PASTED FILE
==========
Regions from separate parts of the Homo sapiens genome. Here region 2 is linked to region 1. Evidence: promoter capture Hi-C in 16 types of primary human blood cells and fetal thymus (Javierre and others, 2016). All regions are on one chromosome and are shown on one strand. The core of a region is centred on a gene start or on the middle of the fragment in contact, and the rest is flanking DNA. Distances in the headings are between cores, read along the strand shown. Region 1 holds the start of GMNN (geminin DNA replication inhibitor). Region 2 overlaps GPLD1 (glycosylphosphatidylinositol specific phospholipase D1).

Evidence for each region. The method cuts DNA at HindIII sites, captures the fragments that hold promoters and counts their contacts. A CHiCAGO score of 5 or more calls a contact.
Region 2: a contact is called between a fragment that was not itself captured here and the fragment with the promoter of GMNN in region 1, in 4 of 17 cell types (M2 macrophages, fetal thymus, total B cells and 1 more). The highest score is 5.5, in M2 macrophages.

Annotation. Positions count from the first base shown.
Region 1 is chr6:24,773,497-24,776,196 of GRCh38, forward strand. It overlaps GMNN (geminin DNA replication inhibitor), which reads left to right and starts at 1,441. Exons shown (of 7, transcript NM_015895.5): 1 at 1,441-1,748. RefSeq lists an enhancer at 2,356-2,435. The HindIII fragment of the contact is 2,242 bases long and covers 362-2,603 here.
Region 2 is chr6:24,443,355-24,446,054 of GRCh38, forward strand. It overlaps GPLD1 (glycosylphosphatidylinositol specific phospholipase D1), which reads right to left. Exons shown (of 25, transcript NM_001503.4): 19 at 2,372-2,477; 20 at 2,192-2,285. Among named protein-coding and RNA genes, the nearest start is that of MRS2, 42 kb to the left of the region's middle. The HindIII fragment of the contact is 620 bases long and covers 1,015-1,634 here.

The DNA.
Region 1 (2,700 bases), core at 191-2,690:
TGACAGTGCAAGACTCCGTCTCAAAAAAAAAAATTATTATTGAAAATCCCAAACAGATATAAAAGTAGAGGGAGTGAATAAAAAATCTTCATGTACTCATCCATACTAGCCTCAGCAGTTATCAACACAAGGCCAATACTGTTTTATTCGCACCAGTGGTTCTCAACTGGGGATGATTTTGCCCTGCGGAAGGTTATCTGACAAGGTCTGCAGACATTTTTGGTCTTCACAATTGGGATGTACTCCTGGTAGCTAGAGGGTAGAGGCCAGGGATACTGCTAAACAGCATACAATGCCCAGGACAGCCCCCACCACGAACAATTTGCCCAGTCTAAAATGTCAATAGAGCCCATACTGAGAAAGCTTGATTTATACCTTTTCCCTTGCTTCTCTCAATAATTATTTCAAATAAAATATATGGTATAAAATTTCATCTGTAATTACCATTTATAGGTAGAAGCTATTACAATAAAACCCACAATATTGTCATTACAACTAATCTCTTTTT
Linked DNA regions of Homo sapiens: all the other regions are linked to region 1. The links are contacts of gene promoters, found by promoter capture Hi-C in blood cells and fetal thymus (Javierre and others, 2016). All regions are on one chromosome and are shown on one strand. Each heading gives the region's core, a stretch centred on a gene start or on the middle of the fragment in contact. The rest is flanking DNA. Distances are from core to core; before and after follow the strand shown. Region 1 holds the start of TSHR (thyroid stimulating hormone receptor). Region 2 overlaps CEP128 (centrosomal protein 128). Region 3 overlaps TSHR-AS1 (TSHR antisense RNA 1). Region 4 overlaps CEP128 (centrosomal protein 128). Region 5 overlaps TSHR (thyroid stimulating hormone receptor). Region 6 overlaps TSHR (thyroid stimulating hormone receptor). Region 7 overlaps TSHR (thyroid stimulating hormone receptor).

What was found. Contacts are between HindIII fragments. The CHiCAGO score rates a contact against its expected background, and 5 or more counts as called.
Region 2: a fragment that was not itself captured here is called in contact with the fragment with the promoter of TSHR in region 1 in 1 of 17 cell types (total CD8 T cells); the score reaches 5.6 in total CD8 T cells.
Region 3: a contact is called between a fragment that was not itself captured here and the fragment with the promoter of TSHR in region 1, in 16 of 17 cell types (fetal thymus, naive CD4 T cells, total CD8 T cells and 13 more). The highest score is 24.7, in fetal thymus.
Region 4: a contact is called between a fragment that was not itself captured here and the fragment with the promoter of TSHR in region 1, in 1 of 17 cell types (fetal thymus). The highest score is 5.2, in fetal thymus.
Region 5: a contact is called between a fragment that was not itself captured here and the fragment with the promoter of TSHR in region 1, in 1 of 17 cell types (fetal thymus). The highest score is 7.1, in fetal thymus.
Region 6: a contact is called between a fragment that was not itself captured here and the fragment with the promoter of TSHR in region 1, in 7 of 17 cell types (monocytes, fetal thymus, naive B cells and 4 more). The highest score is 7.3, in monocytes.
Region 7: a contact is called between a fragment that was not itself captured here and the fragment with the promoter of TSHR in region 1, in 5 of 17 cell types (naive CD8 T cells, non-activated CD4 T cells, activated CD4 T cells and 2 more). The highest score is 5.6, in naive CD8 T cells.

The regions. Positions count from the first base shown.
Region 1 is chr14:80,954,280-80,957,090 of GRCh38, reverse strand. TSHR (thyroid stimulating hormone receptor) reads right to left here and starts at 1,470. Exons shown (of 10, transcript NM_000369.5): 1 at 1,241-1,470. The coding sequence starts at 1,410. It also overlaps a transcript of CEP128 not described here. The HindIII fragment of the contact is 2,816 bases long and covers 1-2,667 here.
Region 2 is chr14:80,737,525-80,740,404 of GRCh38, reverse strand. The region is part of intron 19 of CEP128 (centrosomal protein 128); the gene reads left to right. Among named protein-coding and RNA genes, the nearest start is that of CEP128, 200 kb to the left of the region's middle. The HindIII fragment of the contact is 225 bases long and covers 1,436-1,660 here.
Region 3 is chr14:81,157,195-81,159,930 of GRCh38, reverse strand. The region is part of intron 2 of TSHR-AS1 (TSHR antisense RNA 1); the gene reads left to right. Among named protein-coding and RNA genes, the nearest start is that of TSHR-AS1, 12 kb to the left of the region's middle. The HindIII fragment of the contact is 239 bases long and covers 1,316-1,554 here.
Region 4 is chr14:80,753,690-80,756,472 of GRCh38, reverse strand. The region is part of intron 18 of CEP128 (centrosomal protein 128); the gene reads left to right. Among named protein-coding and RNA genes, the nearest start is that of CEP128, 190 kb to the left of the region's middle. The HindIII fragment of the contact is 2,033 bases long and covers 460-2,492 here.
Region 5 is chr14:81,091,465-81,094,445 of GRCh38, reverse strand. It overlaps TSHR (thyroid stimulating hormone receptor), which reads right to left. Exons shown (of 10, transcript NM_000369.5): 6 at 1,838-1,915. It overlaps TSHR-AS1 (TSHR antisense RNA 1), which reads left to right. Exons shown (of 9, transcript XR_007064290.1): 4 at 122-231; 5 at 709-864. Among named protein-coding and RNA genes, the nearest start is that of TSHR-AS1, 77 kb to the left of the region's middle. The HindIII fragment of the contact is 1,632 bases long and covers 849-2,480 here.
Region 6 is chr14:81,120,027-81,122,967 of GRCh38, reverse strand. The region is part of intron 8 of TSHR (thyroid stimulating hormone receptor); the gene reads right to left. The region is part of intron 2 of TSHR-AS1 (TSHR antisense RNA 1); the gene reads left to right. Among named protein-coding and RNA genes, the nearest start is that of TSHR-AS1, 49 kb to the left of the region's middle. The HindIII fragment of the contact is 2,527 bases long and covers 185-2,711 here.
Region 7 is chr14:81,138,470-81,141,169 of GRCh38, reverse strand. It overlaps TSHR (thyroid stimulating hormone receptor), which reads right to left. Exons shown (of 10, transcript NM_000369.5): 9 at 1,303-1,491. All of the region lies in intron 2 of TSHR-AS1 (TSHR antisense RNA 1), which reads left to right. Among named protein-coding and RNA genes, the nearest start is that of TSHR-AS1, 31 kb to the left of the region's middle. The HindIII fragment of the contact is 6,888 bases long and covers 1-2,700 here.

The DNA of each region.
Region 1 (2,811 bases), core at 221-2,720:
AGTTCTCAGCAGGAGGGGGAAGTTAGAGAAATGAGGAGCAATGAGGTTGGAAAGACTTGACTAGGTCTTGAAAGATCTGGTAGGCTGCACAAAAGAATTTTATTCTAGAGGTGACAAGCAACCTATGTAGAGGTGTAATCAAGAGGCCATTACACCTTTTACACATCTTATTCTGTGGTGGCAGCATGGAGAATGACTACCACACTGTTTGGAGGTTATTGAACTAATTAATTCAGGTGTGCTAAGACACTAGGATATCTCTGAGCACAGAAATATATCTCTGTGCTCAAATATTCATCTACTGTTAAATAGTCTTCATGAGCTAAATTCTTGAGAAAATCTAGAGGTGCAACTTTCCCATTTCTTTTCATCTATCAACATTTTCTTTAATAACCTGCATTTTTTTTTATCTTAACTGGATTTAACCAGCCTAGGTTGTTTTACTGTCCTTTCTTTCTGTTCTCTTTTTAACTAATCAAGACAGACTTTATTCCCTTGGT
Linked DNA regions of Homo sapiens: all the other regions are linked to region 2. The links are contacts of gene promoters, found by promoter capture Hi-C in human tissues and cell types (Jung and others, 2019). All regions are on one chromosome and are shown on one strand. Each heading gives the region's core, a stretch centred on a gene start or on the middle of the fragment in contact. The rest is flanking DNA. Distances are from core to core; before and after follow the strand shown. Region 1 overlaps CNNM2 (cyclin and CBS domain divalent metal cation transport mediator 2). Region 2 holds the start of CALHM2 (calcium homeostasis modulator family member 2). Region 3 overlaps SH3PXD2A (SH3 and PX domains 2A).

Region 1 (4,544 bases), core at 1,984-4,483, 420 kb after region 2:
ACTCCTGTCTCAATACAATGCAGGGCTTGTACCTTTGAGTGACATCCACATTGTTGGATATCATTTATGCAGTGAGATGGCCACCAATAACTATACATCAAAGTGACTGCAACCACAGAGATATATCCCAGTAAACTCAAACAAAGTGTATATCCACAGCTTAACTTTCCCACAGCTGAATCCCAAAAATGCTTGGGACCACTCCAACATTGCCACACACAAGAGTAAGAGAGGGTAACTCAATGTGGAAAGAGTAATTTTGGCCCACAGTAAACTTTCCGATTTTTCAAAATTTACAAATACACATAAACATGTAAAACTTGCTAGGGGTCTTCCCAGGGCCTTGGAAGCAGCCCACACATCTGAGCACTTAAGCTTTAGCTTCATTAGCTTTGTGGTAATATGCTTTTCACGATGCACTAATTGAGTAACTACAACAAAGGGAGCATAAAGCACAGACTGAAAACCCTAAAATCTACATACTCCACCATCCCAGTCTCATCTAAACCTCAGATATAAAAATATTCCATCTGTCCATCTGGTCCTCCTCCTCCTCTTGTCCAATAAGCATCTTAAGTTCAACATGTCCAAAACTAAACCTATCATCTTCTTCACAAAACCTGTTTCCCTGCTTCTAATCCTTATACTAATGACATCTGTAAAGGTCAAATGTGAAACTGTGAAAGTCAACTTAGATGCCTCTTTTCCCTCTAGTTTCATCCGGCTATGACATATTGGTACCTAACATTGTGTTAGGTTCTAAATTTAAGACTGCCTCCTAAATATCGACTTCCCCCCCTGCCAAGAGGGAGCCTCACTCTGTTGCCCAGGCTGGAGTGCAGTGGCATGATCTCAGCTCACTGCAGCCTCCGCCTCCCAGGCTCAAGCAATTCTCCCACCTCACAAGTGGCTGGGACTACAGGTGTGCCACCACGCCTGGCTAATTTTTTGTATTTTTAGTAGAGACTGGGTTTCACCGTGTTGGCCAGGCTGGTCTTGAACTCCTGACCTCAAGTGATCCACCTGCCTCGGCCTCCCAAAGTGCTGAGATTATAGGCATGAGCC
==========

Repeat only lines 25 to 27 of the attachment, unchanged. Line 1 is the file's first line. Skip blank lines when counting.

Region 7 is chr14:81,138,470-81,141,169 of GRCh38, reverse strand. It overlaps TSHR (thyroid stimulating hormone receptor), which reads right to left. Exons shown (of 10, transcript NM_000369.5): 9 at 1,303-1,491. All of the region lies in intron 2 of TSHR-AS1 (TSHR antisense RNA 1), which reads left to right. Among named protein-coding and RNA genes, the nearest start is that of TSHR-AS1, 31 kb to the left of the region's middle. The HindIII fragment of the contact is 6,888 bases long and covers 1-2,700 here.

The DNA of each region.
Region 1 (2,811 bases), core at 221-2,720: